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Contemporary Political Theory

, Volume 14, Issue 2, pp 137–158 | Cite as

Behavioral economics as neoliberalism: Producing and governing homo economicus

  • John McMahon
Article

Abstract

The research program of behavioral economics is gaining increasing influence in academic economics and in interest from policymakers. This article analyzes behavioral economics from the dual perspective of Foucault’s genealogical investigation of neoliberal governmentality and contemporary critical theorizations of neoliberalism. I argue that behavioral economics should be understood as a political economic apparatus of neoliberal governmentality with the objective of using the state to manage and subjectivize individuals – by attempting to correct their deviations from rational, self-interested, utility-maximizing cognition and behavior – such that they more effectively and efficiently conform to market logics and processes. In this analysis, I contend that behavioral economics enacts three components of neoliberal governmentality: positioning the market as a site of truth and veridiction for the individual and the state; regulating what constitutes the objects of political economy and governmental intervention; and producing homo economicus (economic human) and diffusing this mode of economic subjectivity across the social terrain. In doing so, behavioral economics and its rationalities transform and introduce new technologies of power into neoliberal governmentality. I illustrate this argument with an analysis of recent changes to retirement savings policy in the United States, heavily influenced by behavioral economics thinking, that entrench neoliberal formations.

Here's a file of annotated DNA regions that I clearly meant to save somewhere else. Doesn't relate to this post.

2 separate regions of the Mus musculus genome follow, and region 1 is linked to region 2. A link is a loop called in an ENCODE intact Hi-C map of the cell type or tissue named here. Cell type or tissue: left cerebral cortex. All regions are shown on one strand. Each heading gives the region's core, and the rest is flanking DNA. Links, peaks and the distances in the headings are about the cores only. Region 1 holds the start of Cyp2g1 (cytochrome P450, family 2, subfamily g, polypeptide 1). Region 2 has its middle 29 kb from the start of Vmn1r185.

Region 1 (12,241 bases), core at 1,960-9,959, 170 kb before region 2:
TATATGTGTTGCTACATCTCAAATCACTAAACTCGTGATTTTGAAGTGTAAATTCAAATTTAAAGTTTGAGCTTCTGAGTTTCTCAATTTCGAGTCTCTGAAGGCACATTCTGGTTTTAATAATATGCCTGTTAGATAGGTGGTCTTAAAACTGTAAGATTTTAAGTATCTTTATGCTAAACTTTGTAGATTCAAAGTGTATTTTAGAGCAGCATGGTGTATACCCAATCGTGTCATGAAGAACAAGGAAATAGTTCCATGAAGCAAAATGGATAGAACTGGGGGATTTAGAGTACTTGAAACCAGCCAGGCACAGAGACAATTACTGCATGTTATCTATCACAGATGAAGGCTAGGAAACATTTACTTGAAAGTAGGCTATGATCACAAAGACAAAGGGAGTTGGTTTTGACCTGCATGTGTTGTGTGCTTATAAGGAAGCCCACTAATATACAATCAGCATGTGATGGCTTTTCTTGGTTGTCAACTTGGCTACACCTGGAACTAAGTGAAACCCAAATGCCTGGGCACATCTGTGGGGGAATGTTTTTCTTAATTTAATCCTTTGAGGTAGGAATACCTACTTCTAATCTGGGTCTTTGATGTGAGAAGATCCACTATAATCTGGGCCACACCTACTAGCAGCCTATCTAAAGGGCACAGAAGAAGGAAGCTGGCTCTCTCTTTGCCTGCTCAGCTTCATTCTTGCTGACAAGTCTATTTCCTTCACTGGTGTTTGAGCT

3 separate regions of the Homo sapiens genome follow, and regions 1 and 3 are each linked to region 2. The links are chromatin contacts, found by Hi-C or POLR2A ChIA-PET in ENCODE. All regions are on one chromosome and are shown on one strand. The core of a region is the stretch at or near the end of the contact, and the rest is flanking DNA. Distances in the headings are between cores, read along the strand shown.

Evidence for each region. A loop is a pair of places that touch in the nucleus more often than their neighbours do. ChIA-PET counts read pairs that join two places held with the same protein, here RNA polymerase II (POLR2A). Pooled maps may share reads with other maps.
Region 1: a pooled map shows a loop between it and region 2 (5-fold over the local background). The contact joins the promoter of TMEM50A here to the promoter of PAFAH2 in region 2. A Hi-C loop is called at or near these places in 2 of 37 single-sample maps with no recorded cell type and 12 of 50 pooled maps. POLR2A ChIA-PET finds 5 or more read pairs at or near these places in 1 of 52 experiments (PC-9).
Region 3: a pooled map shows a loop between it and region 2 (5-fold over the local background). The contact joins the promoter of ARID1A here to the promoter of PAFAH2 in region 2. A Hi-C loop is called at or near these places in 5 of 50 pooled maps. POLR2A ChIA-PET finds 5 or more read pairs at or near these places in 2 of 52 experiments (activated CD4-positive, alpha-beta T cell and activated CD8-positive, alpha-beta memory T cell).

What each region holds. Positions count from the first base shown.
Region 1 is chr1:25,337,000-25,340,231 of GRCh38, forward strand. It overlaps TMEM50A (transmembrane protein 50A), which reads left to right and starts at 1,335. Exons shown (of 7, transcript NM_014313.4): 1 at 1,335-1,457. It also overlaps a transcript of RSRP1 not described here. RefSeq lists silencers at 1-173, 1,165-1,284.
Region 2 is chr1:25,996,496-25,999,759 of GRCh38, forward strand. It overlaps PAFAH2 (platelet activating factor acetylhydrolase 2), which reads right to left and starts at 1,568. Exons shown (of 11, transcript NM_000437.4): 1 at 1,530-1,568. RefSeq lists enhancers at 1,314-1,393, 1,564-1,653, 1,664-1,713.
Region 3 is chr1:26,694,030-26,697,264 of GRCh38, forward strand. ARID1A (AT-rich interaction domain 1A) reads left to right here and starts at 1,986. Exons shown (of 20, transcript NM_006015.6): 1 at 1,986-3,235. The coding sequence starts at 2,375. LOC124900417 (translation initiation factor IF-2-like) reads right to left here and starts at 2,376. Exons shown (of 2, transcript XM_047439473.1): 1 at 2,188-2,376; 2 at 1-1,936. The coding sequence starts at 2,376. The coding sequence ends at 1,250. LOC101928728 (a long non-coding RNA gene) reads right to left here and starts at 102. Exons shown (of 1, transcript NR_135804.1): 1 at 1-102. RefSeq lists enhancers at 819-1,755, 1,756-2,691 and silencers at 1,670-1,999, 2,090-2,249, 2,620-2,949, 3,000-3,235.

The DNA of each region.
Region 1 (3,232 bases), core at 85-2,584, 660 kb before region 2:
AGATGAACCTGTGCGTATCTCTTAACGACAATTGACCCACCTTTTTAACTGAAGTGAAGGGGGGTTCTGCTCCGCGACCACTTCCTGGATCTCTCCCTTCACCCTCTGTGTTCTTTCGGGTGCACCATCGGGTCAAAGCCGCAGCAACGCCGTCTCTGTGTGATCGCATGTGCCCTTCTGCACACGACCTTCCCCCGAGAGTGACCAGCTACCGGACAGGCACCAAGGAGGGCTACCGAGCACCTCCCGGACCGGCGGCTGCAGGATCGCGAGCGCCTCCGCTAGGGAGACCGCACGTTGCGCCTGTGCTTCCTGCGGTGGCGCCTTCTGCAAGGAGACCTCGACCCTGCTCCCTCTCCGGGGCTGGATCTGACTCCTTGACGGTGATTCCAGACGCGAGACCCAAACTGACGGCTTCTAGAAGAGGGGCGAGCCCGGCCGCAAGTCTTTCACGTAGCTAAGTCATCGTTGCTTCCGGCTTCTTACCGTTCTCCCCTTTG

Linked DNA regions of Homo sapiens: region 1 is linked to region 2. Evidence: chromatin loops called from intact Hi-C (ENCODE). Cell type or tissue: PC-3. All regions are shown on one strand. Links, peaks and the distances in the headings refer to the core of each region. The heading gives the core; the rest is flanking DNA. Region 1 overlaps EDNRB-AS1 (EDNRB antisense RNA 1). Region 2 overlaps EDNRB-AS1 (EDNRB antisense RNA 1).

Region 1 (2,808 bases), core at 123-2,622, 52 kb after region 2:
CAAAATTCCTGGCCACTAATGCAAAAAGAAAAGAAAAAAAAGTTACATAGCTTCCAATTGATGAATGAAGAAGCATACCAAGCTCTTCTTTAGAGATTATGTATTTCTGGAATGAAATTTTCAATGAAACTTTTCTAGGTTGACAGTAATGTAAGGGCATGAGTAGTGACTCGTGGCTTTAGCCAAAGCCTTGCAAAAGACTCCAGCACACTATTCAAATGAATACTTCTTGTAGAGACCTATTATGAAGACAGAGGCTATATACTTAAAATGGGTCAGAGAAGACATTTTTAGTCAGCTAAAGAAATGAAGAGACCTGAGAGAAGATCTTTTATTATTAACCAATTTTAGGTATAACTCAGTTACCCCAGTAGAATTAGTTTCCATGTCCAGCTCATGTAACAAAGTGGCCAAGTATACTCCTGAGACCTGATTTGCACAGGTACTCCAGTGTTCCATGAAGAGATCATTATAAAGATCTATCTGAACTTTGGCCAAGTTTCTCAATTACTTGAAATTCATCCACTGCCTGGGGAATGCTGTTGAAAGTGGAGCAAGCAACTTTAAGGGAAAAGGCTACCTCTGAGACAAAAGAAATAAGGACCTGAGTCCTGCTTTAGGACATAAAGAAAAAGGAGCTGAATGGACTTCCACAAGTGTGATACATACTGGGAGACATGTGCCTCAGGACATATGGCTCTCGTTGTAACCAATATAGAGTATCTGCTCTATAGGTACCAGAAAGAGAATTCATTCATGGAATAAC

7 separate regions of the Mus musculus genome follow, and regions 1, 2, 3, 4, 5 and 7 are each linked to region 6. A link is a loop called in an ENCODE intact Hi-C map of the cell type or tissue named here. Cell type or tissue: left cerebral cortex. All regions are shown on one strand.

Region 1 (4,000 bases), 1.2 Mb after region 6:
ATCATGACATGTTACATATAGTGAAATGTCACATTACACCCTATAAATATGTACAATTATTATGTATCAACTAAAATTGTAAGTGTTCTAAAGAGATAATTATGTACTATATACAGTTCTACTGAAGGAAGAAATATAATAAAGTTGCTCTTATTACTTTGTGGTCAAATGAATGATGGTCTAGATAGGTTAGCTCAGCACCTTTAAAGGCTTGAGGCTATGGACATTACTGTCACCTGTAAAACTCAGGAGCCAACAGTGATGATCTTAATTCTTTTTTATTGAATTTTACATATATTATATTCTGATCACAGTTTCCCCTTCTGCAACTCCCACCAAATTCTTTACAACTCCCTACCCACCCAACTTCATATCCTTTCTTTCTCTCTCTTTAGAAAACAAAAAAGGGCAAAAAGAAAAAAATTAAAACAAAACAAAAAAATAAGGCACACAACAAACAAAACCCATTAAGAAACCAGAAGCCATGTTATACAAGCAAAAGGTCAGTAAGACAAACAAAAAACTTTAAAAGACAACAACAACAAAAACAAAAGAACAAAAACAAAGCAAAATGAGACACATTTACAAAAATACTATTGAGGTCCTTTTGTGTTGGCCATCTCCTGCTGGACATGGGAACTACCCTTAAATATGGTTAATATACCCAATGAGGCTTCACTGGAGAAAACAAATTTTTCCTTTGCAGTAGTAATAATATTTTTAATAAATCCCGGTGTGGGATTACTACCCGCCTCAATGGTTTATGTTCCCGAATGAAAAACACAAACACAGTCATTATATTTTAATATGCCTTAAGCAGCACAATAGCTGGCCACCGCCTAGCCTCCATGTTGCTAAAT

Keywords

behavioral economics neoliberalism governmentality Foucault homo economicus subjectivization 

Notes

Acknowledgements

I would like to thank Rosalind Petchesky, Leonard Feldman, Joanna Tice and Rachel Brown for insightful commentary on earlier drafts; thanks to George DeMartino and William Seitz for their assistance in orienting me within behavioral economists. This article benefited immensely from the thoughtful criticism of two anonymous reviewers. An earlier iteration of this article was presented at the Northeastern Political Science Association Annual Meeting, where I received helpful feedback from the ‘Critiquing the State, Critiquing Modern Institutions’ panel and audience.

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Copyright information

© Palgrave Macmillan, a division of Macmillan Publishers Ltd 2014

Authors and Affiliations

  • John McMahon
    • 1
  1. 1.Political Science and Women’s Studies, The Graduate Center, City University of New YorkNew YorkUSA

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